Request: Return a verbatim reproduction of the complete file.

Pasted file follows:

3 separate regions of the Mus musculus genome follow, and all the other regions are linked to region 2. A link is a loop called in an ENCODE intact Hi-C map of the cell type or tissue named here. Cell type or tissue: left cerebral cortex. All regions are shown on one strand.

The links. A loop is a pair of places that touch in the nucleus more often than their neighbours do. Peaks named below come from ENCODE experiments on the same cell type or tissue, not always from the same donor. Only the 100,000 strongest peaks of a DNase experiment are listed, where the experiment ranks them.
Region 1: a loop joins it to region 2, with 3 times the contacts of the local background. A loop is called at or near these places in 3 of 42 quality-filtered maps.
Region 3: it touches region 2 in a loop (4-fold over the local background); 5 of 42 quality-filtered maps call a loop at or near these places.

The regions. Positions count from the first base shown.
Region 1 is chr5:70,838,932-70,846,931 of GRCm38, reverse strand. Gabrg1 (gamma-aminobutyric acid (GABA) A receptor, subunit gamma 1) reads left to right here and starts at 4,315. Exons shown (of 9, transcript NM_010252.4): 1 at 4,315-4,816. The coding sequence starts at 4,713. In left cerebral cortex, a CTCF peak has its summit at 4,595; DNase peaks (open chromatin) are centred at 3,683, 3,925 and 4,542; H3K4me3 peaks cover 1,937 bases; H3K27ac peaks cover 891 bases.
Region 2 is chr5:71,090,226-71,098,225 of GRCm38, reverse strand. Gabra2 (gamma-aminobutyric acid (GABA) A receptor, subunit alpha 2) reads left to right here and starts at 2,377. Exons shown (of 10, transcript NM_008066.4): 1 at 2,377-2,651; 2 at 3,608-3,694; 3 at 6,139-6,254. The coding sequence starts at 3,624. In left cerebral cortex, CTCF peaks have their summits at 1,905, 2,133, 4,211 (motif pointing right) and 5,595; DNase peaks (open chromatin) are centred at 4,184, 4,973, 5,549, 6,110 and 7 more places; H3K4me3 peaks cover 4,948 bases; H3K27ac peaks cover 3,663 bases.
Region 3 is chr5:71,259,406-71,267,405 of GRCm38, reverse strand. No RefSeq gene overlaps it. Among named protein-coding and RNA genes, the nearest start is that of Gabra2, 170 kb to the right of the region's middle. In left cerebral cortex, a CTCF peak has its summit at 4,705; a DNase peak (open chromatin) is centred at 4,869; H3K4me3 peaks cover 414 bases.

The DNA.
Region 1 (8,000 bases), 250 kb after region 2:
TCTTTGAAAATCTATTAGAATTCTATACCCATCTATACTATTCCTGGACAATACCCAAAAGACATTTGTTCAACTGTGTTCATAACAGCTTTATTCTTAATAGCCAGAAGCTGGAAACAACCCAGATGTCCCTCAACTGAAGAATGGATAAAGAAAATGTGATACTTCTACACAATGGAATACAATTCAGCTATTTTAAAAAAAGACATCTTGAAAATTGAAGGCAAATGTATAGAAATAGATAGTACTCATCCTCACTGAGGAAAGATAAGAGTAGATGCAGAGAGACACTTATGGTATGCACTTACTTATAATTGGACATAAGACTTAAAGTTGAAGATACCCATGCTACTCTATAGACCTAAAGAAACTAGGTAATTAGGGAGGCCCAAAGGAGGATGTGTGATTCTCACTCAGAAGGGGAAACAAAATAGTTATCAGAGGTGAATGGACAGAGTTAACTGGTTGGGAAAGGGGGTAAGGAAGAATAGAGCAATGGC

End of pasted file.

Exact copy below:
3 separate regions of the Mus musculus genome follow, and all the other regions are linked to region 2. A link is a loop called in an ENCODE intact Hi-C map of the cell type or tissue named here. Cell type or tissue: left cerebral cortex. All regions are shown on one strand.

The links. A loop is a pair of places that touch in the nucleus more often than their neighbours do. Peaks named below come from ENCODE experiments on the same cell type or tissue, not always from the same donor. Only the 100,000 strongest peaks of a DNase experiment are listed, where the experiment ranks them.
Region 1: a loop joins it to region 2, with 3 times the contacts of the local background. A loop is called at or near these places in 3 of 42 quality-filtered maps.
Region 3: it touches region 2 in a loop (4-fold over the local background); 5 of 42 quality-filtered maps call a loop at or near these places.

The regions. Positions count from the first base shown.
Region 1 is chr5:70,838,932-70,846,931 of GRCm38, reverse strand. Gabrg1 (gamma-aminobutyric acid (GABA) A receptor, subunit gamma 1) reads left to right here and starts at 4,315. Exons shown (of 9, transcript NM_010252.4): 1 at 4,315-4,816. The coding sequence starts at 4,713. In left cerebral cortex, a CTCF peak has its summit at 4,595; DNase peaks (open chromatin) are centred at 3,683, 3,925 and 4,542; H3K4me3 peaks cover 1,937 bases; H3K27ac peaks cover 891 bases.
Region 2 is chr5:71,090,226-71,098,225 of GRCm38, reverse strand. Gabra2 (gamma-aminobutyric acid (GABA) A receptor, subunit alpha 2) reads left to right here and starts at 2,377. Exons shown (of 10, transcript NM_008066.4): 1 at 2,377-2,651; 2 at 3,608-3,694; 3 at 6,139-6,254. The coding sequence starts at 3,624. In left cerebral cortex, CTCF peaks have their summits at 1,905, 2,133, 4,211 (motif pointing right) and 5,595; DNase peaks (open chromatin) are centred at 4,184, 4,973, 5,549, 6,110 and 7 more places; H3K4me3 peaks cover 4,948 bases; H3K27ac peaks cover 3,663 bases.
Region 3 is chr5:71,259,406-71,267,405 of GRCm38, reverse strand. No RefSeq gene overlaps it. Among named protein-coding and RNA genes, the nearest start is that of Gabra2, 170 kb to the right of the region's middle. In left cerebral cortex, a CTCF peak has its summit at 4,705; a DNase peak (open chromatin) is centred at 4,869; H3K4me3 peaks cover 414 bases.

The DNA.
Region 1 (8,000 bases), 250 kb after region 2:
TCTTTGAAAATCTATTAGAATTCTATACCCATCTATACTATTCCTGGACAATACCCAAAAGACATTTGTTCAACTGTGTTCATAACAGCTTTATTCTTAATAGCCAGAAGCTGGAAACAACCCAGATGTCCCTCAACTGAAGAATGGATAAAGAAAATGTGATACTTCTACACAATGGAATACAATTCAGCTATTTTAAAAAAAGACATCTTGAAAATTGAAGGCAAATGTATAGAAATAGATAGTACTCATCCTCACTGAGGAAAGATAAGAGTAGATGCAGAGAGACACTTATGGTATGCACTTACTTATAATTGGACATAAGACTTAAAGTTGAAGATACCCATGCTACTCTATAGACCTAAAGAAACTAGGTAATTAGGGAGGCCCAAAGGAGGATGTGTGATTCTCACTCAGAAGGGGAAACAAAATAGTTATCAGAGGTGAATGGACAGAGTTAACTGGTTGGGAAAGGGGGTAAGGAAGAATAGAGCAATGGC